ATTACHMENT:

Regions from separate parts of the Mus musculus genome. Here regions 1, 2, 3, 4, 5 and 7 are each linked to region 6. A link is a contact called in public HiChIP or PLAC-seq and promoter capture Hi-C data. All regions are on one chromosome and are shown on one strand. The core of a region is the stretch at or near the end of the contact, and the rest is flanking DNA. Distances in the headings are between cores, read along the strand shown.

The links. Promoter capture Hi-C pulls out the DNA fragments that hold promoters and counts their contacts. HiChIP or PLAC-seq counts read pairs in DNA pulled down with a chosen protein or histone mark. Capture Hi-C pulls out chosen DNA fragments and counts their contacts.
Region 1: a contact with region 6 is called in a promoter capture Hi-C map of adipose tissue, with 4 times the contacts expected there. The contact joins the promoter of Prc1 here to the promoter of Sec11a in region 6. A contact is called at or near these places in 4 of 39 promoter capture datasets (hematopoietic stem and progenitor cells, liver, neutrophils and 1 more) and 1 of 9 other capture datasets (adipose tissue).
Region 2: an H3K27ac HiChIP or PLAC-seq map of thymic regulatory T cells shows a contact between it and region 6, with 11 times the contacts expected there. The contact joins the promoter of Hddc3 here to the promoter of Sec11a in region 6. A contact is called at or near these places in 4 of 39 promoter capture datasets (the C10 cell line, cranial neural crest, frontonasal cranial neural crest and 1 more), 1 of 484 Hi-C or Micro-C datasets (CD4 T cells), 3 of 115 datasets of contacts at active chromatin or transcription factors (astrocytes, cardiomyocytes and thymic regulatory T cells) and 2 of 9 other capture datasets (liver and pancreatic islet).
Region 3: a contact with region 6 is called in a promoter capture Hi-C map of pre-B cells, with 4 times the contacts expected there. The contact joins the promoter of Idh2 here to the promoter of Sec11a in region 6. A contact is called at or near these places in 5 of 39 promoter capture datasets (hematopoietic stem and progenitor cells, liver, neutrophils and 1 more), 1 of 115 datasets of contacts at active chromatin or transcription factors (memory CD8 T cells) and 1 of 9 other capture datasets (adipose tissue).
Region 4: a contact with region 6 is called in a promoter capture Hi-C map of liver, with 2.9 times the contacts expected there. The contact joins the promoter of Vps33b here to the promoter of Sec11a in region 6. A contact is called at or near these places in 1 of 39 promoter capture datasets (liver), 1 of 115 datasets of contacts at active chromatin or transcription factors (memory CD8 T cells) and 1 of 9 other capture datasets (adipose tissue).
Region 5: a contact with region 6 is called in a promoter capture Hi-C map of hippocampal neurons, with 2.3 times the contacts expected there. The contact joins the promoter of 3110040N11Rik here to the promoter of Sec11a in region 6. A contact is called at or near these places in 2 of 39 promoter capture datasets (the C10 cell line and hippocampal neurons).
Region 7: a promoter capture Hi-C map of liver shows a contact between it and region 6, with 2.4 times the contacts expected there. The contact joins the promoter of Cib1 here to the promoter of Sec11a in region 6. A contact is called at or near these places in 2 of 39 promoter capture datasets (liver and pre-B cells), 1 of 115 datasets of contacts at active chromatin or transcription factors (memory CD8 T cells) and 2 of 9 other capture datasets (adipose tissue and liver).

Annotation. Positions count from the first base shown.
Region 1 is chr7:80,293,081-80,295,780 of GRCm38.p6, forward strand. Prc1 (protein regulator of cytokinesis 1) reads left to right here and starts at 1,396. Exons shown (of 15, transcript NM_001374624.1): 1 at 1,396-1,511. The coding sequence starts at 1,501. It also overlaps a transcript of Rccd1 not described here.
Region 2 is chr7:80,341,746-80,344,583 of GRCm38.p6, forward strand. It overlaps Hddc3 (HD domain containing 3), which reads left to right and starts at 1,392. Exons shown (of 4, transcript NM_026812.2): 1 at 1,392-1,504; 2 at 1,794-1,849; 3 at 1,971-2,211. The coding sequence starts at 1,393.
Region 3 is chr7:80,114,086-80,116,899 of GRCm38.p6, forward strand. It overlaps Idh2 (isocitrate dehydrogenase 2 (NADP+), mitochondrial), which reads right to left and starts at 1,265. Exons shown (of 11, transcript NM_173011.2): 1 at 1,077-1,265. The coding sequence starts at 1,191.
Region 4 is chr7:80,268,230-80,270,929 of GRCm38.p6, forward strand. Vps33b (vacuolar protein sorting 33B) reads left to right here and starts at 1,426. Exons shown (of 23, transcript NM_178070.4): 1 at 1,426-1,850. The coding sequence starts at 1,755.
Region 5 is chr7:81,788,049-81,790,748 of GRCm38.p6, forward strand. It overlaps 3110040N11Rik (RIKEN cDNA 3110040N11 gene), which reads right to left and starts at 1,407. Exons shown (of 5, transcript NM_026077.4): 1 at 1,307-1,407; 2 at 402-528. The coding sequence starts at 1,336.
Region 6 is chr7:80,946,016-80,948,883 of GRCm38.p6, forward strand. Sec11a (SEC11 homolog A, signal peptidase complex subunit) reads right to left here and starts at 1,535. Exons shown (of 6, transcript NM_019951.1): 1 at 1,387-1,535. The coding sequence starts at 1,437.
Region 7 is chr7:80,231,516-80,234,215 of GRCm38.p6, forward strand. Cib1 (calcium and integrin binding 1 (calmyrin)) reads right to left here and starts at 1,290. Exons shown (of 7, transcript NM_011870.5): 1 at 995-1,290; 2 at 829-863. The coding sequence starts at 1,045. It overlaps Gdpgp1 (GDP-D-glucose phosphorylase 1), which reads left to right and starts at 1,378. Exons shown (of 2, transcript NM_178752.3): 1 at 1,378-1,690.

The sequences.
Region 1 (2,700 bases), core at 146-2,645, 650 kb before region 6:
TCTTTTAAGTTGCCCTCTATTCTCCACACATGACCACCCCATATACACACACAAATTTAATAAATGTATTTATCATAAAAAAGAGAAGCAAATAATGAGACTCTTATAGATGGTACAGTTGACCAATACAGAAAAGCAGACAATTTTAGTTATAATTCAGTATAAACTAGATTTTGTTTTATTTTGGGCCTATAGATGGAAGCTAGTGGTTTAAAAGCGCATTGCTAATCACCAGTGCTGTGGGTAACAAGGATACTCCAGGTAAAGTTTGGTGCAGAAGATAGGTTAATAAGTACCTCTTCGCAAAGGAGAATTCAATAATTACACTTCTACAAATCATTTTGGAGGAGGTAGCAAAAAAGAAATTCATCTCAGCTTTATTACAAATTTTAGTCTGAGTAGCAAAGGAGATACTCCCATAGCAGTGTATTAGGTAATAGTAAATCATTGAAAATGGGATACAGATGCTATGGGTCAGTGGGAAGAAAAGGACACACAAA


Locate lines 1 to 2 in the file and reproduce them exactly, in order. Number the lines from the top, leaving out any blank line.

Regions from separate parts of the Mus musculus genome. Here regions 1, 2, 3, 4, 5 and 7 are each linked to region 6. A link is a contact called in public HiChIP or PLAC-seq and promoter capture Hi-C data. All regions are on one chromosome and are shown on one strand. The core of a region is the stretch at or near the end of the contact, and the rest is flanking DNA. Distances in the headings are between cores, read along the strand shown.

The links. Promoter capture Hi-C pulls out the DNA fragments that hold promoters and counts their contacts. HiChIP or PLAC-seq counts read pairs in DNA pulled down with a chosen protein or histone mark. Capture Hi-C pulls out chosen DNA fragments and counts their contacts.